Delhi Mohalla Playschools: “Earlier Children Didn’t Want To Come, Now They Don’t Want To Go Back”
Aditya Minocha Delhi
January 3rd, 2019 / 11:02 AM
There is a big city in India, which is also its capital, New Delhi. This city houses a big chunk of the country’s who’s who, politicians, VIPs, Commissioners, Judiciary, Barristers, etc. In very sharp contrast, this city also houses under-resourced people from economically adverse backgrounds right within a few kilometres of the houses of many who’s who.
While education in India has only been a privilege of those with deep pockets, there have been generations who have been kept distant from an excellent, empowering education. This is the population who have been born and brought up in slums, unauthorized colonies and kuchcha (semi-permanent structure) houses who have not seen what it looks like when your lives matter when you are cared for when you aren’t a mere neglected second class citizen.
Mohalla playschool-oasis in the middle of a desert
In East Delhi, there is a squalid, overcrowded urban shanty town by the name of Khichdipur. For any middle class, upper-middle-class urban dweller, that place has all the parameters of where he/she would not want to be. But lo and behold, there is a rented space over there which defies every aspect of the surrounding. The sight is both vivid and heartwarming. The children (age group 2.5-6 years of age) are in an eager rush to be at that place. There are happy choruses, rhymes, clapping and cheering voices being heard through and through. This place is the Mohalla Playschools or Anganwadi which the Aam Aadmi Party-led Delhi Government has taken as its mission to revolutionize to further advance the Delhi Education Revolution.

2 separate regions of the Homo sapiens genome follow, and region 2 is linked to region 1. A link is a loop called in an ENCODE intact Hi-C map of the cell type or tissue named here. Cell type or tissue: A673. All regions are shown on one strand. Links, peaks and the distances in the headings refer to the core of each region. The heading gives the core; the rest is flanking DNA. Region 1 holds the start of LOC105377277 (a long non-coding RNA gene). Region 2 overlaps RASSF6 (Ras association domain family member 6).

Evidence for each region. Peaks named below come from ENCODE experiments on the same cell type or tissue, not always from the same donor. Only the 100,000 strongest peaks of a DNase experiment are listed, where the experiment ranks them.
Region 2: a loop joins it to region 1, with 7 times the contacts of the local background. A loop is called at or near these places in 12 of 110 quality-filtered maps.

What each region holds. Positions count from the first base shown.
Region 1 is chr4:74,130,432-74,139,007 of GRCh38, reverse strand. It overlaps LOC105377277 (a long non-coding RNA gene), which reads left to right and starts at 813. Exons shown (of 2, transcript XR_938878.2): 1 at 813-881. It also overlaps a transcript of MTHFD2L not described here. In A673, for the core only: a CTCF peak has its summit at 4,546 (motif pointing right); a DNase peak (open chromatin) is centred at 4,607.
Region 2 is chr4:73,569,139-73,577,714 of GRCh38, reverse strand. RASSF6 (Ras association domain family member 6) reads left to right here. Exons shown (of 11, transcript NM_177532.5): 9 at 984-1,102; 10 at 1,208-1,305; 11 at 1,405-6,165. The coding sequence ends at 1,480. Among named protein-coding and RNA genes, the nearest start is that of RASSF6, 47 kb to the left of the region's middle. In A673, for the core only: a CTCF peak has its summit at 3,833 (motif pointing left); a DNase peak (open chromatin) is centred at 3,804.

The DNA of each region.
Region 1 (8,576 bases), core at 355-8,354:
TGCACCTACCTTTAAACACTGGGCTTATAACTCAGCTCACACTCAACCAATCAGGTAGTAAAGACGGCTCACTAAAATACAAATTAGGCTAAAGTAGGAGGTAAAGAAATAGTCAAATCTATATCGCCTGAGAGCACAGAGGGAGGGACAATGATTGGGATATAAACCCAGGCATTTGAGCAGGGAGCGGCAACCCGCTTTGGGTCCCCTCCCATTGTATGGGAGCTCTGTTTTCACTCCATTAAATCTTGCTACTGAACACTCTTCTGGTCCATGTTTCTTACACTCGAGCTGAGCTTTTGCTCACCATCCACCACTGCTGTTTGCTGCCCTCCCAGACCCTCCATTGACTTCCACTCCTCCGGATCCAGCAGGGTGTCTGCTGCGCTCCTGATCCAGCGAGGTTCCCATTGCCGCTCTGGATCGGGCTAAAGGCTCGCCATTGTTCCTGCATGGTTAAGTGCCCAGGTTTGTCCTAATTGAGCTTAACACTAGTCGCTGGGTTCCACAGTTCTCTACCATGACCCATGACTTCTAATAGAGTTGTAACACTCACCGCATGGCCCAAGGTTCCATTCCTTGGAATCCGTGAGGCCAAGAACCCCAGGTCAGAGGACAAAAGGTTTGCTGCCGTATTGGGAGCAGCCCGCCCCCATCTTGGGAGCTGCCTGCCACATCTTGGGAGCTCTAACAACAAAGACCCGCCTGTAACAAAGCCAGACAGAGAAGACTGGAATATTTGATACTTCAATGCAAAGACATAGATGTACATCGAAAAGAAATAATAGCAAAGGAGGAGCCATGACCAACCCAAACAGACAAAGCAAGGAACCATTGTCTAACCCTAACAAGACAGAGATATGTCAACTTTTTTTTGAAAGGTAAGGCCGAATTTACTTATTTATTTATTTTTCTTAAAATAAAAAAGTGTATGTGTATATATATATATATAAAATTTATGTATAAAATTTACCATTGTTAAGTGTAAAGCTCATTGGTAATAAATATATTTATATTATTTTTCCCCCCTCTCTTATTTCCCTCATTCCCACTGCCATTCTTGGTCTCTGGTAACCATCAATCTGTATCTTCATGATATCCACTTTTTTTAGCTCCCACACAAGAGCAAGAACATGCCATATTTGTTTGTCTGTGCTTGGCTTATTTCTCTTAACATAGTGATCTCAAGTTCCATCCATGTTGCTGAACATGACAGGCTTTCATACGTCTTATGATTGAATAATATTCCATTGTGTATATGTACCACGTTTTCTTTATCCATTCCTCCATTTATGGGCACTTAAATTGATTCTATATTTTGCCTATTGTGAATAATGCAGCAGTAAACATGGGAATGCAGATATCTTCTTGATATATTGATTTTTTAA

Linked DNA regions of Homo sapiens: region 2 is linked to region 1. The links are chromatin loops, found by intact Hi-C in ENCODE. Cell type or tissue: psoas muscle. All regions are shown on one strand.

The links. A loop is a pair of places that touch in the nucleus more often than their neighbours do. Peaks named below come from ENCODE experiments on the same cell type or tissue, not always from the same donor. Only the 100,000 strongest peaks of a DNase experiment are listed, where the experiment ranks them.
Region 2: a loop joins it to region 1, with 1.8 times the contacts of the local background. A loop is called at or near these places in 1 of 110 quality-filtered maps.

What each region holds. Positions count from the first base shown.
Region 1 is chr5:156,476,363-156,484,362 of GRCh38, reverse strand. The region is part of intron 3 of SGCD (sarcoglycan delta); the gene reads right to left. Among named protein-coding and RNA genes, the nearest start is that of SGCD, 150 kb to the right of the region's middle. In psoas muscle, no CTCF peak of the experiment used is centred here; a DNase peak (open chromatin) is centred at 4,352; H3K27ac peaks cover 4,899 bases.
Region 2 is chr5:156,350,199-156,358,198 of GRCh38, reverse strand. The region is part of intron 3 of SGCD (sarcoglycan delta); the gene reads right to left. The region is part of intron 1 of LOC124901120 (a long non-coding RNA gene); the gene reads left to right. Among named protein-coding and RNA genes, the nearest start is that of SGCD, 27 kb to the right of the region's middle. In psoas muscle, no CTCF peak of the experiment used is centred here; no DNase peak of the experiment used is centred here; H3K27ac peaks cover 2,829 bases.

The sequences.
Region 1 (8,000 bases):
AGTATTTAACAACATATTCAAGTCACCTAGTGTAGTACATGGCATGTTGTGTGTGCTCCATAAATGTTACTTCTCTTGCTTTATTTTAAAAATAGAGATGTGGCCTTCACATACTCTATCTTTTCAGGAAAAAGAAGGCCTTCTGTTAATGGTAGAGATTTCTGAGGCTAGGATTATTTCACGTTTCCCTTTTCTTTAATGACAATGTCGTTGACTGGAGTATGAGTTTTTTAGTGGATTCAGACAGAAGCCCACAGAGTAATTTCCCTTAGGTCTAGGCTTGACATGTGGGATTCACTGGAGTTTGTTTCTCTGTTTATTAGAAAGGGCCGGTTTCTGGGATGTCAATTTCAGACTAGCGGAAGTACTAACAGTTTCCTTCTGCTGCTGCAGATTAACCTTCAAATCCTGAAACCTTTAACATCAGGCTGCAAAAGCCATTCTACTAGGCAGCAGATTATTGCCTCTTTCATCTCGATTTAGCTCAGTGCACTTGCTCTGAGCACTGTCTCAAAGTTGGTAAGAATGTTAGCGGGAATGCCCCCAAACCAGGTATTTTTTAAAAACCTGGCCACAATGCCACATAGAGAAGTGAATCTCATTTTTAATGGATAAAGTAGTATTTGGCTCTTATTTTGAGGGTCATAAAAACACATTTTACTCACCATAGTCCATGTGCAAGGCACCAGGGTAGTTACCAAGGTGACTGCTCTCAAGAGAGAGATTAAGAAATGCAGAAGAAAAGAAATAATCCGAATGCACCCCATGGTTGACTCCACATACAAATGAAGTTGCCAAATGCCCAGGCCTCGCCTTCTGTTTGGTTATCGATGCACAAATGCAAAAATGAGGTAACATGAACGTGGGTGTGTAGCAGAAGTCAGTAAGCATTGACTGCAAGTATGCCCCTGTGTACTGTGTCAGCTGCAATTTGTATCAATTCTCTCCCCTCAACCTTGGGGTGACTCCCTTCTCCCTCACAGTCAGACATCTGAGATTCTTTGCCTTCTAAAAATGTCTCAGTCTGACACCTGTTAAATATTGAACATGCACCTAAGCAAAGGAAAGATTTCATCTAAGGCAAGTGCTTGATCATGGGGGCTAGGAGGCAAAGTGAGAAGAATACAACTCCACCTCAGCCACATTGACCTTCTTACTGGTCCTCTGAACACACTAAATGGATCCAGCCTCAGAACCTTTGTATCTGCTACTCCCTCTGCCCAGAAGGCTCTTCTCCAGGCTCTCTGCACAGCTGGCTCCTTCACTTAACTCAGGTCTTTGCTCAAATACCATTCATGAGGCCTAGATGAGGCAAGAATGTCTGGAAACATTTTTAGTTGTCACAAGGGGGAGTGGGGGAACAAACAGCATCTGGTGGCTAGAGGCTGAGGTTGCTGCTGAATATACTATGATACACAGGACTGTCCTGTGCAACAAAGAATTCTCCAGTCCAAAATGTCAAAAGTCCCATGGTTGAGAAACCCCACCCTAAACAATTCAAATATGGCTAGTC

Children learn and listen more willingly when they are met with kindness, empathy and patience; when their core need for connection or attachment is met.
“The most initial and pressing need is to change the physical look of the playschool so that when the child enters the classroom, he/she has access to a conducive environment. Therefore, we undertake the task of whitewashing the classrooms, painting and beautifying the walls and maintaining hygiene in the toilets. Earlier, by denying them these basic facilities, the message that was being sent to them and their parents was that they are second class citizens. At no cost, we want our children to feel that way,” says Nisha, Advisor to Deputy CM, Manish Sisodia, the woman who led the Mohalla Playschool project from the front.